Perhaps it was just the adventure that drew me there – that beautiful unknown that lurks around every twist and turn of the gravel roads. Whatever the case, the seven plane tickets were purchased, the SUV was rented, the campsites were reserved.

All that was left was the going.

Whitehorse

Friday was a long day. It actually began Thursday night at a bar in Manhattan Beach, in the South Bay section of Los Angeles, where I met up with some friends for some beach volleyball. After three hours of friendly competition and a quick night swim in the Pacific, we replenished ourselves with fried food and pitcher after pitcher after pitcher of beer, as we talked and laughed and toasted birthdays and planned scuba trips and decided upon teams for upcoming volleyball tournaments. It was the second time in three days I found myself biking home at midnight, shorts and tank top still wet, sand stuck to my skin, and a belly full of beer. I dizzily pedaled alongside my buddy Glenn, doing our best to stay on the bike path and avoiding crashing into each other, like that time we were biking through the jungles of Costa Rica – but that’s another story...

Once home I still had hours of work ahead of me, including getting a lengthy list of video and computer equipment, camping gear, clothes, and other items into nothing more than a duffle bag, backpack, and camera bag. Somehow, in spite of my beer-soaked brain, I managed to do exactly that, and was in bed by three in the morning.

I somehow managed to make it to the airport on time the next morning, and a few hours later I cleared customs in Vancouver, British Columbia. My second flight was delayed by an hour, as there weren’t enough people to fill the "big" plane. They swapped it out with a slightly smaller, more "practical" model. Once airborne heading northward, the bustling metropolis of Vancouver and all vestiges of big-city life quickly changed to remote, rugged, and stunning countryside. A coastline carved by meandering rivers and lakes eventually gave way to snow-covered mountain ranges, which gave way to vast expanses of trees, rolling hills, and deep blue glacial lakes. We landed soon thereafter in a small town situated alongside the Yukon River, plopped down in the middle of what seemed to be endless wilderness.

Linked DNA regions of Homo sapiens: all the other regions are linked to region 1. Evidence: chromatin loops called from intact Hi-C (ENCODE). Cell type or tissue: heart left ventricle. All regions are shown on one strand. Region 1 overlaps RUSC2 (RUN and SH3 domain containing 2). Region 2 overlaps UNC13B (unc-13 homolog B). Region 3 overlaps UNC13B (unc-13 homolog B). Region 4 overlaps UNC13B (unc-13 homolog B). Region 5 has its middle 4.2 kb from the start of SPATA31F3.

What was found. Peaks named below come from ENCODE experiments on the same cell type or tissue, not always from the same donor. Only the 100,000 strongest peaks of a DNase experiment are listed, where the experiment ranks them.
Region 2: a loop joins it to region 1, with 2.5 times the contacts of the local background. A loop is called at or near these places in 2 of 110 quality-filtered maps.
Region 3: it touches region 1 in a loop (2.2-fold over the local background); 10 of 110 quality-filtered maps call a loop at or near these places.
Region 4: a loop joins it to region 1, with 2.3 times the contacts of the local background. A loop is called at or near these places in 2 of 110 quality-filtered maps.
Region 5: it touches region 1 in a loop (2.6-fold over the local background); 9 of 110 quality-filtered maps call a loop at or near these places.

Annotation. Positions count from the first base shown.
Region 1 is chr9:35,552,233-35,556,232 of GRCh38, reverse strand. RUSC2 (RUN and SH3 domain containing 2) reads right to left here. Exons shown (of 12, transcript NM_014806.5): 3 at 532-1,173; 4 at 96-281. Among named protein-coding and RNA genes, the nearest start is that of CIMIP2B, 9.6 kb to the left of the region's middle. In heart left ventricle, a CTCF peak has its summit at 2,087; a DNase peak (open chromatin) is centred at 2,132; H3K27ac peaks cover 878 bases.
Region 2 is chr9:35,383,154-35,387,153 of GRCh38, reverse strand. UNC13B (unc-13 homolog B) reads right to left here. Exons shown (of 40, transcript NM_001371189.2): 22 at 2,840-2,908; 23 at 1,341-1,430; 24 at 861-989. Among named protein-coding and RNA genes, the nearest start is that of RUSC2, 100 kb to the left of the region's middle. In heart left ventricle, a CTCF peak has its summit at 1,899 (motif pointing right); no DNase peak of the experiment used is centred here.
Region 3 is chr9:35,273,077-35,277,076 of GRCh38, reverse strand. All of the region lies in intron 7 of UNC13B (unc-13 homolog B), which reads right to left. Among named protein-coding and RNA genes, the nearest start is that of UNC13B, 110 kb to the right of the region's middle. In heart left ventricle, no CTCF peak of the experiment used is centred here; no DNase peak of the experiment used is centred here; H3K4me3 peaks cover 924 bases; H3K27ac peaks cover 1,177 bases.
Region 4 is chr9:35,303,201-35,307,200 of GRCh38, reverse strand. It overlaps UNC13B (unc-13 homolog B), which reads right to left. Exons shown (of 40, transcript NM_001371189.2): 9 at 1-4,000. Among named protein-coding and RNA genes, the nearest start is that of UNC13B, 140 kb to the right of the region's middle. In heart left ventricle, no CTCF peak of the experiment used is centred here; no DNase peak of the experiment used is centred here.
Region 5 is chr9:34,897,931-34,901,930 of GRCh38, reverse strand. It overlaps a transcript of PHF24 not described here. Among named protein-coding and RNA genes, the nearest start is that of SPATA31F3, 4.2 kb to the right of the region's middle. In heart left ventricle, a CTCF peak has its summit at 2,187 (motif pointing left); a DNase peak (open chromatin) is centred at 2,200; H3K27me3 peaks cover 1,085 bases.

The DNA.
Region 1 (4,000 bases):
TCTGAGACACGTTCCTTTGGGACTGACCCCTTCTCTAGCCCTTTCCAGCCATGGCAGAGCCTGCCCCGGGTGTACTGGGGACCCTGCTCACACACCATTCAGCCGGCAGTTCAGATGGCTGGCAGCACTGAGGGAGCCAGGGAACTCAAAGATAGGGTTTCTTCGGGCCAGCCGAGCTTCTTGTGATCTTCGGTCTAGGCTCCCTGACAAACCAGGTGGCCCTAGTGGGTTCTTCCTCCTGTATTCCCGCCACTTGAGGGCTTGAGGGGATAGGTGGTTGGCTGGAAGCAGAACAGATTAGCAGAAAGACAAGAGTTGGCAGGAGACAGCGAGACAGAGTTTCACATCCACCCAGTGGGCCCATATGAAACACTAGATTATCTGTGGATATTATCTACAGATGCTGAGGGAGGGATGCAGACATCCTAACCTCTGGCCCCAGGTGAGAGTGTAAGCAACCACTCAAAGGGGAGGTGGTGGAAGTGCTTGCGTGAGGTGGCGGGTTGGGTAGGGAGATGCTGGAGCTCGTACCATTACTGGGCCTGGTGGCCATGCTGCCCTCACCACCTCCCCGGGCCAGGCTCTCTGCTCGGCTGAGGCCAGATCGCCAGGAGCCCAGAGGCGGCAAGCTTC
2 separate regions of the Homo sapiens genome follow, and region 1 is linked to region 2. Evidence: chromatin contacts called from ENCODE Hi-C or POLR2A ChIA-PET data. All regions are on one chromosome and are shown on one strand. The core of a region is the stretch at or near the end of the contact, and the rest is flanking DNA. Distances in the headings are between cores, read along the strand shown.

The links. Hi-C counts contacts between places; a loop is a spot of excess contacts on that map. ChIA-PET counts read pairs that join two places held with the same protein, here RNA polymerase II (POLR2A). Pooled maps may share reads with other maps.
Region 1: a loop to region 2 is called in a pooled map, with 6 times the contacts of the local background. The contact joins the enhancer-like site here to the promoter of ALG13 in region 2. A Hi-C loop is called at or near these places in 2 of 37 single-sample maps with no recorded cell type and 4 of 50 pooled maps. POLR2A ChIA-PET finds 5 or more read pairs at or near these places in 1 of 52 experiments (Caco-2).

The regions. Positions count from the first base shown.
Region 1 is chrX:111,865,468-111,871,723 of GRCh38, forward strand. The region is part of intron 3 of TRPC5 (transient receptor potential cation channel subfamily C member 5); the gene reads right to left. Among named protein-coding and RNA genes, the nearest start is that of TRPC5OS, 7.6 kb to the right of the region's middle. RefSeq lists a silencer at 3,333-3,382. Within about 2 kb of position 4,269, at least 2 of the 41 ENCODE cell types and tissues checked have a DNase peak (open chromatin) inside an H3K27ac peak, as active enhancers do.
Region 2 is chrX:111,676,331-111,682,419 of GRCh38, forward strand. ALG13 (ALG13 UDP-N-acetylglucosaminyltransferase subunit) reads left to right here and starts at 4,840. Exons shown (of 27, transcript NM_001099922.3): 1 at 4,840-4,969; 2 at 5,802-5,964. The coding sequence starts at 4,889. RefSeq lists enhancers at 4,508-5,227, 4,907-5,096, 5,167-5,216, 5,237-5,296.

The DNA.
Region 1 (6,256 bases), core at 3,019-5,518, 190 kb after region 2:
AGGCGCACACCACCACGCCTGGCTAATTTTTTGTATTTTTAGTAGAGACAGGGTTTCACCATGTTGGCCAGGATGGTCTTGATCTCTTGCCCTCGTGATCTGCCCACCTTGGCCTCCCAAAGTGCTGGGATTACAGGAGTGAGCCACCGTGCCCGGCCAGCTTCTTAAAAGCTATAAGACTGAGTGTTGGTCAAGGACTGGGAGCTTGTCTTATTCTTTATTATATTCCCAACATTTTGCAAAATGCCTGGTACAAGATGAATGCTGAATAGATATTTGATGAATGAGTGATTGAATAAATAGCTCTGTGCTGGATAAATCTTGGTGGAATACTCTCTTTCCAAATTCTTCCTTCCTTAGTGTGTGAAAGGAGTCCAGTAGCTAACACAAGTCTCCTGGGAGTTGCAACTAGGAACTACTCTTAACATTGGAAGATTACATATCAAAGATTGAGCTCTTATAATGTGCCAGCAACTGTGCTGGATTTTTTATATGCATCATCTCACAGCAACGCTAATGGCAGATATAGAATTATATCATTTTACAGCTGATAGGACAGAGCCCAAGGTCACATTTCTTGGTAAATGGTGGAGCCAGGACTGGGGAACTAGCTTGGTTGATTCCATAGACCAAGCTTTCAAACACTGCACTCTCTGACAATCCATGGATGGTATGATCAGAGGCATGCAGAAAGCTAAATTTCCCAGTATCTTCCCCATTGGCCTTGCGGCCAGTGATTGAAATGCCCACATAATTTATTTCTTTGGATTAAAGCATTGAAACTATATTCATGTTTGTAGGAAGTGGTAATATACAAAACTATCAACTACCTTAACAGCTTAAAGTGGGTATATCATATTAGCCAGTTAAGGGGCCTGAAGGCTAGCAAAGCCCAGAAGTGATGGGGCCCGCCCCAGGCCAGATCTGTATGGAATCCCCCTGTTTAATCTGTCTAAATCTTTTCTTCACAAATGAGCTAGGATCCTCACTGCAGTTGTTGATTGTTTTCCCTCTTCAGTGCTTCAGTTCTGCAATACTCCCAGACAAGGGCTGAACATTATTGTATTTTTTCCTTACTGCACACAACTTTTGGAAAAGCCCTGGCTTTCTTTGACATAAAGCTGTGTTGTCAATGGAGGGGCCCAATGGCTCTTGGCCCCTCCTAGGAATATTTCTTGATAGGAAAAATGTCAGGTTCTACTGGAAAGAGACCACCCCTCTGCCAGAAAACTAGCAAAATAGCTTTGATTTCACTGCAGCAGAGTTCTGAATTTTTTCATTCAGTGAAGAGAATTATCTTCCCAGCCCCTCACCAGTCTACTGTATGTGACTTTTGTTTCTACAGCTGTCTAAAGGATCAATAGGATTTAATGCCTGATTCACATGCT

I found the town of Whitehorse bigger than I expected. During the shuttle ride from the airport to my hotel, I saw many familiar stores and restaurants, as well as those unique to the area. Once checked-in to my room at the High Country Inn, I hit the streets on foot – my favorite activity in any new city. As the capital, Whitehorse is the only significant population center in the whole of the Yukon, with about 20,000 residents. Oddly, most of them seemed to be teens and young adults, roving the streets in small, harmless groups, hanging out on corners where the faint smell of weed hung in the air. I listened as a sidewalk banjo player taught a young guitar player a new riff.

mural in Whitehorse
Whitehorse is a quaint, colorful town with a strong native presence, where echoes of a century-old gold rush resonate in the wooden buildings and vibrant murals.

I was looking for a place for dinner, but it was after 9:00pm and everyplace I found was closed for the night. In fact, the town was pretty much closed up tight. Knowing that I’d be back in Whitehorse the following Friday, I decided to head back to my hotel, stopping first at the local 20-Hour Mart for some supplies (closed from 2:00am to 6:00am). I was travel-weary, and walking through this foreign city at night with the sun still high in the sky was disorienting and quite surreal, to say the least. It was hard to believe it was 10:00pm.